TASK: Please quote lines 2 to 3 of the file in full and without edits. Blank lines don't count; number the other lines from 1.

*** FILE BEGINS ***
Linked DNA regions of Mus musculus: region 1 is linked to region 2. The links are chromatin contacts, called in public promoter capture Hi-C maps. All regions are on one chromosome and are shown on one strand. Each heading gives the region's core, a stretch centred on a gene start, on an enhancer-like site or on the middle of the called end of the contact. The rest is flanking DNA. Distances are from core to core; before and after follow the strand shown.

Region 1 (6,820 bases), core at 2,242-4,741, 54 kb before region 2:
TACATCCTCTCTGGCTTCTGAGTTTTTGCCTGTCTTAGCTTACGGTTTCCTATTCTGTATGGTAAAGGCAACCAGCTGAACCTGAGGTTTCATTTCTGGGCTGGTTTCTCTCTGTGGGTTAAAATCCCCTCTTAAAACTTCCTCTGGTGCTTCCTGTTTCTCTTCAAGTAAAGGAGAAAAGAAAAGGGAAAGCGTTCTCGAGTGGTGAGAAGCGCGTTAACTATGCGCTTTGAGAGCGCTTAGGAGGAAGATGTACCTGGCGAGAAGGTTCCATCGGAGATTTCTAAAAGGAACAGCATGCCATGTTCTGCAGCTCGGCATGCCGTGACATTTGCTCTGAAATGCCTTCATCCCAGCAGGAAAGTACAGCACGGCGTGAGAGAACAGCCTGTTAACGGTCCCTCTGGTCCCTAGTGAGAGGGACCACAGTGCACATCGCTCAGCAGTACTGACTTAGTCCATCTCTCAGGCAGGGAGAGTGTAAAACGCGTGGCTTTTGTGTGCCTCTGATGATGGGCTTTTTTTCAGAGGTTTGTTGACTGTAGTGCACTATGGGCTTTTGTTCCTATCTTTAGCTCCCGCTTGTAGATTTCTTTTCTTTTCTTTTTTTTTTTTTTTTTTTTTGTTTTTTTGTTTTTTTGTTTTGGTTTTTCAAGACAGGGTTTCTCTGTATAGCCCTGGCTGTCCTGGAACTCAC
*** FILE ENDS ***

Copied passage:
Region 1 (6,820 bases), core at 2,242-4,741, 54 kb before region 2:
TACATCCTCTCTGGCTTCTGAGTTTTTGCCTGTCTTAGCTTACGGTTTCCTATTCTGTATGGTAAAGGCAACCAGCTGAACCTGAGGTTTCATTTCTGGGCTGGTTTCTCTCTGTGGGTTAAAATCCCCTCTTAAAACTTCCTCTGGTGCTTCCTGTTTCTCTTCAAGTAAAGGAGAAAAGAAAAGGGAAAGCGTTCTCGAGTGGTGAGAAGCGCGTTAACTATGCGCTTTGAGAGCGCTTAGGAGGAAGATGTACCTGGCGAGAAGGTTCCATCGGAGATTTCTAAAAGGAACAGCATGCCATGTTCTGCAGCTCGGCATGCCGTGACATTTGCTCTGAAATGCCTTCATCCCAGCAGGAAAGTACAGCACGGCGTGAGAGAACAGCCTGTTAACGGTCCCTCTGGTCCCTAGTGAGAGGGACCACAGTGCACATCGCTCAGCAGTACTGACTTAGTCCATCTCTCAGGCAGGGAGAGTGTAAAACGCGTGGCTTTTGTGTGCCTCTGATGATGGGCTTTTTTTCAGAGGTTTGTTGACTGTAGTGCACTATGGGCTTTTGTTCCTATCTTTAGCTCCCGCTTGTAGATTTCTTTTCTTTTCTTTTTTTTTTTTTTTTTTTTTGTTTTTTTGTTTTTTTGTTTTGGTTTTTCAAGACAGGGTTTCTCTGTATAGCCCTGGCTGTCCTGGAACTCAC